An Evening's Entertainment with Neil Gaiman celebrating Fragile Things: Short Fictions and Wonders.
In this dazzling new collection of more than twenty-five pieces of short fiction including a novella featuring the hero of his masterpiece "American Gods," Neil Gaiman charts the terrain between life and death, perception and reality, darkness and light. Guaranteed to dazzle the senses, haunt the imagination, and touch the heart, "Fragile Things" is a gift of wonder from one of the most unique literary artists of our time. Neil Gaiman is the critically acclaimed and award-winning author of the novels "American Gods," "Neverwhere," "Stardust," "Coraline," and "Anansi Boys;" "The Sandman" series of graphic novels; and "Smoke and Mirrors," a collection of short fiction- Cody's Books
Gaiman is also the coauthor of the novel Good Omens with Terry Pratchett. Among the many awards he has won are the Hugo, Nebula, World Fantasy, Locus, and Bram Stoker awards.
Bestselling author Neil Gaiman has long been one of the top writers in modern comics, as well as writing books for readers of all ages. He is listed in the Dictionary of Literary Biography as one of the top ten living post-modern writers, and is a prolific creator of works of prose, poetry, film, journalism, comics, song lyrics, and drama. Gaiman's work has won the Hugo, Nebula, and Bram Stoker awards as well as the 2009 Newbery Medal and 2010 Carnegie Medal in Literature.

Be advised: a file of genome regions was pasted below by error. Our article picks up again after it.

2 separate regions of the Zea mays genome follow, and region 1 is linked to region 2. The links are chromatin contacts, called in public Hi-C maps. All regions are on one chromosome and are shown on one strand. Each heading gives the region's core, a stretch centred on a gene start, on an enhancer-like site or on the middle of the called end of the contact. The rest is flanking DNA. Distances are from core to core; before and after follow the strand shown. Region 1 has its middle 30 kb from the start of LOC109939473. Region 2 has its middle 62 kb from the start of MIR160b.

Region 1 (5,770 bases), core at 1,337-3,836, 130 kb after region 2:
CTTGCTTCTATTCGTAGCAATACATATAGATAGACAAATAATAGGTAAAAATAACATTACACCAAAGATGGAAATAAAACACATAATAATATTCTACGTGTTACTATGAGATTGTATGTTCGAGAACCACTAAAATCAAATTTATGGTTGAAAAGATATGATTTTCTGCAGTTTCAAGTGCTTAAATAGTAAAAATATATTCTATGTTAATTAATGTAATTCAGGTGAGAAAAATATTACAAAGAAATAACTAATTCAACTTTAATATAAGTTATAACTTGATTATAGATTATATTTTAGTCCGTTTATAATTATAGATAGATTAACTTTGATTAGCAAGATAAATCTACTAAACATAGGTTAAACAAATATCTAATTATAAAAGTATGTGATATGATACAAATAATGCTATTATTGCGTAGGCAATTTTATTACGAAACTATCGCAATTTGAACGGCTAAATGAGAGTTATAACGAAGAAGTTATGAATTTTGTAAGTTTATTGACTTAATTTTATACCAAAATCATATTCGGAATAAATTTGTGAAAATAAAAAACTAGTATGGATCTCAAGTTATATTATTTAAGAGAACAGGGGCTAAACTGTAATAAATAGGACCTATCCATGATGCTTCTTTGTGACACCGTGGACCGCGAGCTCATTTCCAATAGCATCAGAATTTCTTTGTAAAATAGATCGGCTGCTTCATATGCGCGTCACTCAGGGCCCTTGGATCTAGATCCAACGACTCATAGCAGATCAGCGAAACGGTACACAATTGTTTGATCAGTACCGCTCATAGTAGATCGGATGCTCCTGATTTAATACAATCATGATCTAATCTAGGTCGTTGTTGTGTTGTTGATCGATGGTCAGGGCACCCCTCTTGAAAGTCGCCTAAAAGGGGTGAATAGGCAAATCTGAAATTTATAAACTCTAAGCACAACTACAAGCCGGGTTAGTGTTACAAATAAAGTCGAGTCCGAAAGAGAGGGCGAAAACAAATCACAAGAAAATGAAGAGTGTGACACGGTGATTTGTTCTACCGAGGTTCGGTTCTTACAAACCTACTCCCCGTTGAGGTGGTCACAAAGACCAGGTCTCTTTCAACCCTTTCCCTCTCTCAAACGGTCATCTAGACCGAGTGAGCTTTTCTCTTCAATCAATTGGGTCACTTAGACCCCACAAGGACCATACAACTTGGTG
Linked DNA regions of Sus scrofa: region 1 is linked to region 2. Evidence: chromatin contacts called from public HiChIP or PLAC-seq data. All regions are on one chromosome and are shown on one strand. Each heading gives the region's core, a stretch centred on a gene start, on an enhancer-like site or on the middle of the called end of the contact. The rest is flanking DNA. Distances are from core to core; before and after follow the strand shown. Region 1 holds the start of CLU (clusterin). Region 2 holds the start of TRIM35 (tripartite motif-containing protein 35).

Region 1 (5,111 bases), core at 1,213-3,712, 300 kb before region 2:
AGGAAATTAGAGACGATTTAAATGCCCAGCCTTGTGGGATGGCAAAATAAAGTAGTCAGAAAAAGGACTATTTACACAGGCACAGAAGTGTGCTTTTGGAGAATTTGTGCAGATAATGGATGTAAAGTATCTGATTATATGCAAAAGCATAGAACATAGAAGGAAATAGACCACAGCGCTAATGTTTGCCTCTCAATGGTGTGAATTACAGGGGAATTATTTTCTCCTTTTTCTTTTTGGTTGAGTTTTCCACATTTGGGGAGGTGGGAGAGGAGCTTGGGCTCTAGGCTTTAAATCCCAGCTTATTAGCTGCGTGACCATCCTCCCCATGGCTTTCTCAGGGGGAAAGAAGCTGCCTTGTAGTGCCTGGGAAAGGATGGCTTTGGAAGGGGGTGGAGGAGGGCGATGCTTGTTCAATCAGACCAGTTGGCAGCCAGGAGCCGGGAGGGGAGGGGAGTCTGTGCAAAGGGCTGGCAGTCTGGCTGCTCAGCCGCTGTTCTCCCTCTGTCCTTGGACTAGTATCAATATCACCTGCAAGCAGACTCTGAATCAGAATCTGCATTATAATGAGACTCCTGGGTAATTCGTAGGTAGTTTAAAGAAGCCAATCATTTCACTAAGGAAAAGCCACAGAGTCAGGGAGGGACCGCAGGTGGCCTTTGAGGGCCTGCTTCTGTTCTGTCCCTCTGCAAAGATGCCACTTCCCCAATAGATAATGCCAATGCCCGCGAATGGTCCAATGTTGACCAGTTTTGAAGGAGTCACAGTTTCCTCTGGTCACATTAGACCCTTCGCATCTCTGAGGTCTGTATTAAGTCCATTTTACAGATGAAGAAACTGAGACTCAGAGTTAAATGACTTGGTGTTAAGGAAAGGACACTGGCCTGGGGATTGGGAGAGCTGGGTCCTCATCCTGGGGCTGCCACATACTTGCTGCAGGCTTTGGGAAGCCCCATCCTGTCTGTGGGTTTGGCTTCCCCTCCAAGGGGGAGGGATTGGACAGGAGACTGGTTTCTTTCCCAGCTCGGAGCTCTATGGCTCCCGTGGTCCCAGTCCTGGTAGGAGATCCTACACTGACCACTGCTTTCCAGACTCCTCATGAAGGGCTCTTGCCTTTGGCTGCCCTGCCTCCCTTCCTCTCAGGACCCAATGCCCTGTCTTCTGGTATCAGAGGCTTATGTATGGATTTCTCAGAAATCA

Thank you all. I think I was backstage going through...you did go over my achievementsand things, like you said you would? Good. Gave a good briefing, like you said...good.Being an introducer at a thing like this is a thankless task. John Hodgeman, who was myintroducer and interrogator in New York compared it to the audience to having walkedfor two days through a hot and trackless desert and finally reaching an oasis, and all thepeople who've come through the desert with you starving, thirsty, look out to the coolblue waters of this oasis and you say, "You can go down there and drink, but first! Let metell you the history of this oasis."So, the plan for this evening, and there is one. I am going to read to you. And then atsome point I'm going to grab this stack of questions that came in, take a deep breath, andsee how many of the questions we can get through. And then I'll read some more. And then we stop.And this was really a kind of solution to what happened the last time I tried signing in thisarea, where I got to leave at two o'clock in the morning, and the janitorial staff wereactually mopping around us as the last few weary people got their books signed. And Ithought, Well let's try and do something a bit more like this, where you may not actuallyget that magical 30 seconds at the end of a line where you forget how to spell your nameand I stare at your belt buckle. But with luck you'll get something a bit more fun. Andyou'll get to be in a warmed-up place with somebody reading you stories.If the person next to you starts snoring, you are allowed to nudge them. Hard andsuddenly. If at some point during this evening you get nudged hard and suddenly, do notyelp. This will only attract more attention to you. Cell phones: if you have one, turn it onturn it off, don't turn it on. If you have one turn it onto silent or turn it off now, or itwill be embarrassing otherwise. Somebody will ring you, it will start playing the Batmantheme, everybody will laugh at you.This is a poem, actually. And it's in this book Fragile Things like what everything I willread this evening is. And it's called, The Day the Saucers Came:That day, the saucers landed. Hundreds of them. Golden. Silent.Coming down from the sky like great snowflakes and the people of earth stared,descending, waiting to find, dry-mouthed, what waited inside for us,and none of us knowing if we would be here tomorrow. But you didn't notice it...because.That day, the day the saucers came, by some coincidence,was the day that the graves gave up their dead. And the zombies pushed upthrough soft earth or erupted, shambling and dull-eyed, unstoppable,came towards us, the living, and we screamed and ran.But you didn't notice this because on the saucer day, which was the zombie day,it was Rag n Rock also and the television screens showed us a shipbuilt of dead men's nails, a serpent, a wolf, all bigger than the mind could hold,and the cameramen could not get far enough away, and then the gods came out.But you did not see them coming because on the saucer-zombie-battling gods day,the floodgates broke. And each of us was engulfed by genies and spritesoffering us wishes and wonders and eternities, and charm and cleverness,and true brave hearts and pots of gold while giants fi-fo-fummed across the land and killer bees.But you had not idea of any of this because that day, the saucer day, the zombie day,the rag n rock n fairies day, the day the great winds came, and snows, and the cities turnedto crystal, the day all plants died, plastics dissolved, the day computers turned, the screens telling uswe would obey, the day angels drunk and muddled stumbled from the bars, and all the bellsof London were sounded, the day animals spoke to us in Assyrian, Yeti day,the fluttering capes and arrival of the time machine day, you didn't notice any of this.Because you were sitting in your room not doing anything, not even reading, not really,just looking at your telephone, wondering if I was going to call.And that was one that came in as a request. I actually...my god there's water down here.There's water...you have never seen so much water...I put out a thing on the blog, saying"if anybody had any requests," and a few came in. So I'm going to do all the ones thatcame in. Or at least, all the ones that came in before I left the hotel.So if you zoomed one in at 6:00, you're out of luck.Let's do a short story next. This next story was one that I did the first draft of when I was22. I started writing it late one night in the waiting room at East Hoyden Station whilethe winds howled and writing it in pencil on the back of whatever pieces of paper I had.And then I typed it up, I showed it to some people whose opinions I really respected.And the first one read it, went "Hm" and handed it back. And the second, because thiswas in England, read it through very carefully, said "Well, it's facetious twaddle, isn't it"and also handed it back. And so I put it away. And thought and when I thought of itover the years, it was with a sort of relief that I hadn't published it and publiclyembarrassed myself by going into print with facetious twaddle.And then twenty years later, I was asked by an anthology called Gothic if I would writethem a Gothic story. And I bethought me of cause I'm an author, and I'm allowed to saythings like "I bethought me" - and I bethought me of the tub in the attic where the folderthat everything sort of nothing ever gets thrown away in my house, which driveseverybody but me mad and went up to the tub in the attic and dug out the story and read it.And thought, "Actually, it's not bad. It's a really good first draft." You know, that youngman who wrote it needed there's things that could have been fixed, but it's pretty good.So I thought, I'll do a second draft. So I did. And the first thing I did, in my second draft,was I shortened the title. Because the title had been much too long.And I shortened the title to: Forbidden Brides of the Faceless Slaves in the Secret Houseof the Night of Dread Desire.One. Somewhere in the night, someone was writing.Two. Her feet scrunched the gravel as she ran wildly up the tree-lined drive. Her heart waspounding in her chest, her lungs felt as if they were bursting, heaving breath after breathof the cold night air. Her eyes fixed on the house ahead, the single light in the top-mostroom, drawing her toward it like a moth to a candle-flame. Above her and away in thedeep forest behind the house, night things whooped and scrocked.From the road behind her, she heard something scream briefly, a small animal that hadbeen the victim of some beast of prey, she hoped, but could not be certain. She ran as ifthe legions of hell were close on her heels, and spared not even a glance behind her untilshe reached the porch of the old mansion. In the moon's pale light, the white pillarsseemed skeletal, like the bones of a great beast. She clung to the wooden door frame,And then she rapped on the door, timorously at first, and then harder.The rapping echoed through the house. She imagined from the echo that came back toher that far away someone was knocking on a another door, muffled and dead. "Please!"she called. "If there's someone here, anyone, please let me in! I beseech you, I imploreyou!" Her voice sounded strange to her ears. The flickering light in the topmost roomfaded and vanished to reappear in successive descending windows. One person walkedwith a candle. The light vanished into the depths of the house. She tried to catch herbreath. It seemed like an age passed before she heard footsteps on the other side of thedoor and spied a chink of candle-light through a crack in the ill-fitting door frame."Hello?" she said.The voice, when it spoke, was dry as old bone, a dessicated voice, redolent of cracklingparchment and musty grave hangings. "Who calls?" it said. "Who knocks, who calls onthis night of all nights?" The voice gave her no comfort. She looked out to the night thatenveloped the house and then tossed her raven locks and said in a voice that she hopedbetrayed no fear, "Tis I, Amelia Ermshaw, recently orphaned and now on my way to takeup a position as a governess to two small children, a boy and a girl, of Lord Falconer,whose coy glances I found during our interview in his London residence both repellentand fascinating, but whose aquiline face haunts my dreams.""And what do you do here then, at this house, on this night of all nights of all nights?Falconer castle lies a good twenty leagues on from here on the other side of the moors.""The coachman, an ill-natured fellow, and a mute or so he pretended to be, for he formedno words but made his wishes known only by grunts and gobblings, reined in his team amile or so back down the road, or so I judge, and then he showed me by gestures that hewould go no further, and that I was to alight. Well I did refuse to do so. He pushed meroughly from the carriage to the cold earth, then whipping the poor horses into a frenzy heclattered off the way he had come, taking my several bags and my trunk with him. Icalled after him but he did not return, and it seemed to me that a deeper darkness stirredin the forests behind me. I saw the light in your window and I-- I--" she was able to keepup her pretense of bravery no longer. She began to sob."Your father," came the voice from the other side of the door,"would he have been the honorable Hubert Ermshaw?"Amelia choked back her tears. "Yes. Yes he was.""And you-- you say you are an orphan." She thought of this father, of his tweed jacket, asthe maelstrom seized him and whipped him on the rocks and away from her forever."He died trying to save my mother's life. They both were drowned." She heard the dullchunking of a key being turned in a lock, then twin booms as iron bolts were drawn back."Welcome, then, Miss Amelia Ermshaw. Welcome to your inheritance in this housewithout a name, I welcome on this night of all nights." The door opened. The man held ablack tallow candle. Its flickering flame illuminated his face from below giving it anunearthly and elfish appearance. He could have been a jack o' lantern, she thought, or aparticularly elderly axe-murderer. He gestured for her to come in."Why do you keep saying that," she asked."Why do I keep saying what?""On this night of all nights, you've said it three times so far." He simply stared at her fora moment. Then he beckoned again with one bone-colored finger. As she entered, hethrust the candle close to her face and stared at her with eyes that were not truly mad butwere still far from sane. He seemed to be examining her, and eventually he grunted and nodded."This way," was all he said. She followed him down a long corridor. The candle flamethrew fantastic shadows about the two of them. And in its light the Grandfather clockand the spindly chairs and tables danced and capered. The old man fumbled with hiskeychain and unlocked a door in the wall beneath the stairs. A smell came from beyondof must and dust and abandonment."Where are we going?" she asked.He nodded as if he had not understood her, then he said, "There are some as are what theyare and there some as aren't what they seem to be and there are some as only seem to bewhat they seem to be. Mark my words and mark them well, Hubert Ermshaw's daughter,do you understand me?" She shook her head. He began to walk and did not look back.She followed the old man down the stairs.Three. Far away and far along the young man slammed his quill down upon the manuscript,spattering sepia ink across the ream of paper and the polished table. "It's no good," hesaid despondently. He dabbed at the circle of ink he had just made on the table with adelicate forefinger, smearing the pique a darker brown, then unthinkingly rubbed hisfinger across the bridge of his nose. It left a dark smudge."Hello, sir." The butler had entered almost soundlessly."It's happening again, Tombs. Humor creeps in. Self-parody whispers at the edges ofthings. I find myself denying literary convention and sending up both myself and thewhole scribbling profession. The butler gazed unblinking at his young master."I believe humor is very highly thought of in certain circles, sir."The young man rested his head in his hands, rubbing his forehead pensively with hisfingertips. "Well that's not the point, Tombs. I'm trying to create a slice of life here, anaccurate representation of the world as it is and the human condition. Instead I findmyself indulging as I write in the foibles of my fellows. I make jokes." He had smearedink all over his face. From the forbidden room at the top of the house an eerie undulatingcry rang out, echoing through the house. The young man sighed."You had better feed Aunt Agatha, Tombs.""Very good, sir." The young man picked up the quill pen and idly scratched his ear withthe tip. Behind him, in a bad light, on the portrait of his great-great grandfather. Thepainted eyes had been cut out most carefully long ago, and now real eyes stared out of thecanvas face, looking down at the writer. The eyes glinted a tawny gold. If the young manhad turned around and remarked upon them, he might've thought them golden eyes ofsome great cat or of some misshapen bird of prey, were such a thing possible. Thosewere not eyes that belonged in any human head. But the young man did not turn.Instead, oblivious, he reached for a new sheet of paper, dipped his quill into the glassinkwell, and commenced to write.Four. "Aye," said the old man, putting down the black tallow candle on the silent harmonium."He is our master, and we are his slaves, though we pretend to ourselves that it is not so,but when the time is right he demands what he craves, and it is our duty and ourcompulsion to provide him with--" he shuddered and drew a breath. Then he said only,"With what he needs." The black curtains shook and fluttered in the glassless casementas the storm drew closer. Amelia clutched the lace handkerchief to her breast, her father'smonogram upward. "And...the gate?" she asked, in a whisper."It was locked in your ancestor's time, and he charged before he vanished that it shouldalways remain so, but there are still tunnels, folk do say, that link the old crypt with the burial grounds.""And Sir Frederick's first wife?"He shook his head, sadly. "Hopelessly insane but a mediocre harpsichord player. He putit about that she was dead, and perhaps some believed him."She repeated his last four words to herself, then she looked up at him with new resolve inher eyes. "And for myself, now I have learned why I am here, what do you advice me to do?"He peered around the empty hall, then he said urgently, "Fly from here, Miss Ermshaw,fly while there is still time, fly for your life, fly for your immortal hog.""My what?" she asked. But even as the words escaped her crimson lips the old mancrumpled to the floor, a silver crossbow quarrel protruded from the back of his head. "Heis dead," she said in shocked wonderment."Aye," affirmed a cruel voice from the far end of the hall. "But he was dead before thisday, girl. And I do think that he has been dead a monstrous long time." Under hershocked gaze, the body began to putress, the flesh dripped and rotted and liquefied, thebones revealed crumbled and oozed, till there was nothing left but a stinking mass whereonce there had been a man.Amelia squatted beside and dipped her fingertip into the noxious stuff. She licked herfinger and she made a face. "You would appear to be right, sir, whoever you are," shesaid. "I would estimate that he has been dead for the better part of a hundred years."Five. "I am endeavoring," said the young man to the chambermaid, "to write a novel thatreflects life as it is, mirrors it down to the finest degree, yet as I write it turns to dross andgross mockery. What should I do, eh, Ethel? What should I do?""I'm sure I don't know, sir," said the chambermaid, who was pretty and young and hadcome to the great house in mysterious circumstances several weeks earlier. She gave thebellow several more squeezes, making the heart of the fire glow an orange-white. "Will that be all?""Yes. No. Yes," he said. "You may go, Ethel." The girl picked up the now empty coalscuttle and walked with a steady pace across the drawing room. The young man made nomove to return to his writing-desk. Instead he turned and thought by the fireplace, staringat the human skull on the mantle, of the twin crossed swords that hung above it, up on thewall. The fire crackled and spat as a lump of coal broke in half. Footsteps close behindhim. The young man turned. "You?" The man facing him was almost his double, thewhite streak in the auburn hair proclaimed them of the same blood if any proof wereneeded. The stranger's eyes were dark and wild, his mouth petulant yet oddly firm."Yes, I, I your older brother whom you thought dead these many years. But I am notdead, or perhaps I am no longer dead. And I have come back, I come back from waysthat are best left untraveled to claim what is truly mine."The young man's eyebrows raised. "I see, well all this is yours if you can prove that youare who you say you are.""Proof? I need no proof. I claim birthright and blood right, and death right." So sayinghe pulled both the swords down from above the fireplace and passed one to his youngerbrother. "Now guide you my brother, the best man win." Steel flashed and kissed in anintricate dance of thrusts. At times it seems no more than a courtly and deliberate ritualwhile at other times it seems pure savagery, a wildness that moves faster than the eye caneasily follow. Around and around the room they went, and up the steps to the mezzanine,and down the steps to the main hall, they swung from drapes and from chandeliers, theyleapt up on tables and down again.The older brother obviously was more experienced and perhaps was a better swordsman,but the younger man was fresher and he fought like a man possessed, forcing hisopponent back and back and back to the fire itself. The older brother reached out with hisleft hand and grasped the poker. He swung it wildly at the younger who duck and in onemotion ran his brother through. "I'm done for. I am a dead man." The younger brothernodded his ink-stained face. "Perhaps it is better this way. Truly I did not want thehouse, or the lands, all I wanted I think was peace." He lay there bleeding crimson ontothe grey flagstone. "Brother, take my hand."The young man knelt and clasped the hand that, already, it seemed to him, was becomingcold. "Before I go into that night where none can follow, there are things I must tell you.Firstly, in my death I truly believe the curse is lifted from our line. The second--" hisbreath now came in a bubbling wheeze and he was having difficulty speaking. "Thesecond...is the...the thing...in the abyss. Beware the cellars, the rats, the...it follows!"After this his head lolled on the stone and his eyes rolled back and saw nothing ever again.Outside the house the raven cawed thrice. Inside, strange music had begun to scurl upfrom the crypt, signifying that for some, the wake had already started. The youngerbrother once more he hoped the rightful possessor of his title picked up a bell and rangfor a servant. Tombs, the butler, was there in the doorway before the last ring had diedaway. "Remove this," said the young man, "but treat it well. He died to redeem himself,perhaps to redeem us both." Tombs said nothing, merely nodded to show that he had understood.The young man walked out of the drawing room. He entered the hall of mirrors, a hallfrom which all the mirrors had carefully been removed, leaving irregularly-shapedpatches on the paneled walls, and leaving himself alone. He began to muse aloud. "Thisis precisely what I was talking about," he said. "Had such a thing happened in one of mytales and such things happen all the time, I would've felt constraint to guietunmercifully." He slammed a fist against a wall where once a hexagonal mirror hadhung. "What is wrong with me, wherefore this flaw?"Strange scuttling things shibbered and cheetled in the black drapes at the end of the room,and high in the gloomy oak beams and in the wainscoting, but they made no answer. Hehad expected none. He walked up the grand staircase and into the hall to enter his study.Someone, he suspected, had been tampering with his papers. He hoped that he wouldfind out who, later that evening after the gathering. He sat down at this desk, dipped hisquill pen in once more and continued to write.Six. Outside the room the ghoul lords howled with hunger and frustration and they threwthemselves against the door in a ravenous fury, but the locks were stout and Amelia hadevery hope that they would hold. What had the woodcutter said to her? His words cameback to her again in her time of need as if he were standing close to her, his manly framenear inches from her feminine curves.The very scent of his honest laboring body surrounding her like the headiest perfume andshe heard his words as if he were at that moment whispering in her ear. "I was not alwaysin the state you see me in now, Lassie," he had told her. "Once I had another name, and adestiny unconnected to the hewing of cords of firewood from fallen trees. But know youthis, in the escritoire, there is a secret compartment, or so my great-uncle claimed.""The escritoire, of course!" She rushed to the old writing-desk. At first she could find notrace of a secret compartment. She pulled out the drawers, one after another, and thenperceived that one of them was much shorter than the rest. She forced her white handinto the space where the drawer had formerly been and found in the back a button.Frantically she pressed it, something opened and she put her hand on a tightly rolledpaper scroll. Amelia withdrew her hand, the scroll was tied with a dusty ribbon and withfumbling fingers she untied the knot and opened the paper. Then she read, trying to makesense of the antiquated handwriting of the ancient words. As she did so, a ghastly pallorsuffused her handsome face, and even her violet eyes seemed clouded and distracted.The knockings and the scratchings redoubled, in but a short time they would burstthrough, she had no doubt. No door could hold them forever, they would burst throughand she would be their prey unless...unless... "Stop!" she called, her voice trembling. "Iadjure you, every one of you, and most of all O Prince of Carrion, in the name of theancient compact between thy people and mine." The sounds stopped. It seemed to thegirl that there was shock from that silence.Finally, a cracked voice said, "The compact?" And a double voices, as ghastly again,whispered, "The compact...""Aye!" called Amelia, her voice unsteady, "the compact!" For the scroll, the long-hiddenscroll, had been a compact, a perfect agreement between the lord of the house and thedenizens of the crypt in ages past, it had described and enumerated the nightmarish ritualsthat had chained to them, one to another, over the centuries, rituals of blood and of salt."If you have read the compact," said a deep voice from beyond the door, "then you knowwhat we need, Hubert Ermshaw's daughter.""Brides," she said simply."The brides!" came the whisper from beyond the door and it redoubled and resounded tillit seemed to her that the very house itself throbbed and echoed with the syllables of thosewords, invested with longing and with love and with hunger.Amelia bit her lip. "Aye, the brides! I will bring thee brides! I shall bring brides for all!"She spoke quietly but they heard her, for there was only silence, a deep and velvet silenceon the other side of the door and then one ghoul voice hissed, "Yesss...and do you thinkwe could get her to throw in a side order of those little bread roll things?"Seven. Hot tears stung the young man's eyes. He pushed the papers from him and flung the quillpen across the room. It spattered its inky load across the bust of his great, great, greatgrandfather, the brown ink soiling the patient white marble. The occupant of the bust, alarge and mournful raven startled, nearly fell off, and only kept its place by flappingseveral times. It turned then in an awkward step and hopped, its beady black eye lookingat the young man. "Oh, this is intolerable!" exclaimed the young man, "I can't do it and Ishall never do it, I swear now by--" and he hesitated, casting his mind about for a suitablecurse from the extensive family archives. The raven looked unimpressed."Before you start cursing and probably dragging peacefully dead and respectableancestors back from their well-earned graves, just answer me one question." The voice ofthe bird was like stone striking against stone. The young man said nothing at first. It isnot unknown for ravens to talk, but this one had not done so before, and the young manwas not expecting it to."Certainly, ask your question."The raven tipped its head to one side. "Do you...like...writing that stuff?""Like?""That life-as-it-is stuff that you do. I've looked over your shoulder sometimes, I've evenread a little here and there, do you enjoy writing it?" The young man looked down at the bird."It's literature," he explained, as if to a child. "Real literature, real life, real world, it's anartist's job to show people the world they live in. We hold up mirrors." Outside the roomlightening cloved the sky. The young man glanced out the window, a jagged streak ofblinding fire, the lightening created warped and bony silhouettes from the trees and theruined abbey on the hill.The raven cleared its throat. "I said, do you enjoy it?" The young man looked at the birdand looked away and wordlessly he shook his head. "That's why you keep trying to pull itapart!" said the bird. "It's not the satirist in you that makes you lampoon the commonplace in the humdrum, merely boredom with the way things are. You see?" It paused topreen a stray windfeather back into place with its beak and it looked up at him once more."Have you ever thought of writing fantasy?" it asked.The young man laughed. "Fantasy? Listen, I write literature. Fantasy isn't life...esotericdreams written by a minority for a minority, it's...."What you'd be writing if you knew what was good for you.""I'm a classicist," said the young man. He reached out his hand toward a shelf of theclassics... "Nevermore," said the raven. It was the last word the young man ever heard itspeak. It hopped from the bust, spread its wings and glided out of the study door into thewaiting darkness. The young man shivered.He rolled the stock themes of fantasy over in his mind. Cars and stockbrokers andcommuters, housewives and police, agony columns and commercials for soap, income taxand cheap restaurants, magazines and credit cards and street lights and computers. It isescapism, true, he said aloud, but is not the highest impulse in mankind the urge towardfreedom? The drive to escape.The young man returned to his desk and he gathered together the unfinished pages of hisnovel and dropped them unceremoniously in the bottom drawer, among the yellowingmaps and documents signed in blood. The dust, disturbed, made him cough. He took upa fresh quill, sliced at its tip with his penknife and five deft strokes of cuts, he had a pen.He dipped the tip of it into the glass inkwell. Once more, he began to write.Eight. Amelia Ermshaw placed the slices of whole wheat bread into the toaster and pushed itdown. She set the timer to dark brown just as George liked it. Amelia preferred her toastbarely singed, she liked white bread as well even if it didn't have the vitamins. She hadn'teaten white bread for a decade now. At the breakfast table, George read his paper. Hedid not look up. He never looked up. "I hate him," she thought, and simply putting theemotion into words surprised her. She said it again, in her head. "I hate him."It was like a song. "I hate him for his toast and for his bald head and for the way hechases the office crumpet girls barely out of school who laugh at him behind his back andfor the way he ignores me whenever he doesn't want to be bothered with me and for theway he says 'what, love?' when I ask him a simple question, as if he's long ago forgottenmy name, as if he's forgotten that I even have a name.""Scrambled or boiled?" she said aloud."What, love?" George Ermshaw regarded his wife with fond affection and would havefound her hatred of him astonishing. He thought of her in the same way and with thesame emotions that he thought of anything which had been in the house for ten years andstill worked well. The television, for example, or the lawnmower. He thought it waslove. "You know, we ought to go on one of those marches," he said, tapping thenewspaper editorial, "show we're committed. Eh, love?"The toaster made a noise to show that it was done. Only one dark brown slice hadpopped up. She took a knife and fished out the torn second slice with it, the toaster hadbeen a wedding present from her Uncle John. Soon she'd have to buy another, or startcooking toast under the grill the way her mother had done. "George, do you want youreggs scrambled, or boiled?" she asked, quietly, and there was something in her voice thatmade him look up."Any way you like it, love," he said amiably, and could not for the life of him, as he toldeveryone in the office later that morning, understand why she simply stood there holdingher slice of toast, or why she started to cry.Nine. The quill pen went "scritch, scritch" across the paper, and the young man was engrossedin what he was doing. His face was strangely content, and a smile flickered between hiseyes and his lips. He was rapt. Things scratched and scuttled in the wainscot, but hehardly heard them. High in her attic room Aunt Agatha howled and rattled her chains. Aweird casternation came from the ruined abbey, it rent the night air, ascending into a peal of manic glee.In the dark woods beyond the great house, shapeless figures shuffled and loped, andraven-locked young women fled from them in fear. "Swear," said Tombs, the butler,down in the butler's pantry to the brave girl who was passing herself off as achambermaid, "swear to me, Ethel, on your life, that you'll never reveal a word of what Itell you to a living soul." There were faces at the windows and words written in blooddeep in the deep crypt a lonely ghoul crunched on something that once might have beenalive. Forked lightening slashed the ebony night, the faceless were walking, all was right with the world.So, um, and it was printed and it won a Lotus Award for best story of the year. Which, Isuppose, if I'd been mean and cruel and vindictive, I would've actually hunted down oneof the people who told me not to publish it. And said, "just-won-a-lotus-award." Butinstead I think I learned a very valuable lesson about listening about other people. Whichis...not really worth the effort. Different people like different things.This one was also a request, and it's a poem...it's actually the reason that there are poemsin this book. When I did "Smoke and Mirrors" -- actually, the reviews for Smoke andMirrors were very good, people seemed to like it, but every now and then I'd read areview or somebody would come up to me, and they'd say, "Love the book...but thepoems. Just don't do poems." And I'd say, "Is it my poems, or just poems in general?"and they'd say, "Just look-- the stories were great, no poems." And I sort of took this onboard, initially, I thought, "okay, I'll do a book and it won't have any poems." And then Iwrote this one. And I really thought it seemed to go with the book. And I thought that Ishould put this poem in. And then I started thinking, "It's not like it's costing them anymore because I've put poems in." And honestly, from there it's just one short step to,"And nobody's forcing them to read them."So this is a poem which you get free in this book-- poems all come free with the storiesand it's about what to do if you find yourself inside a fairy tale. And it's called "Instructions."Touch the wooden gate in the wall you never saw before.Say please before you open the latch. Go through.Walk down the path. A red metal imp hangs from the green-painted front door,as a knocker. Do not touch it, it will bite your fingers. Walk through the house.Take nothing, eat nothing. However, if any creature tells you that it hungers, feed it.If it tells you that it is dirty, clean it, if it cries to you that it hurts, if you can,ease its pain. From the back garden you will be able to see the wild wood.The deep well you walk past leads down to winter's realm.There is another land at the bottom of it. If you turn around here,you can walk back safely. You will lose no face. I will think no less of you.Once through the garden you will be in the wood. The trees are old.Eyes peer from the undergrowth, beneath the twisted oak sits an old woman.She may ask for something. Give it to her. She will point the way tothe castle, inside it are 3 princesses. Do not trust the youngest. Walk on.In a clearing beyond the castle the twelve months sit about a fire, warming their feet,exchanging tales. They may do favors for you, if you are polite.You may pick strawberries in December's frost. Trust the wolves, butdo not tell them where you are going. The river can be crossed by the ferry,the ferrymen will take you, and the answer to his question is this:if he hands the oar to his passenger, he will be free to leave the boat.Only tell him this from a safe distance. If an eagle gives you a feather keep it safe.Remember: the giants sleep too soundly, but witches are often betrayed by their appetites,dragons have one soft spot somewhere, always, hearts can bewell-hidden when you betray them with your tongue.Do not be jealous of your sister. Know that diamonds and roses are as uncomfortablewhen they tumble from one's lips as toads and frogs. Colder too, and sharper,and they cut. Remember your name. Do not lose hope.What you seek will be found. Trust ghosts. Trust those that you have helpedto help you in their turn. Trust dreams, trust your heart, and trust your story.When you come back, return the way you came. Favors will be returned,debts will be repaid. Do not forget your manners. Do not look back.Ride the wise eagle, you shall not fall. Ride the silver fish, you will not drown.Ride the gray wolf, hold tightly to his fur. There is a worm at the heart of the tower,that is why it will not stand. When you reach the little house,the place your journey started, you will recognize it although it will seemmuch smaller than you remember. Walk up the path, and through the garden gateyou never saw before but once, and then go home, or make a home, or rest.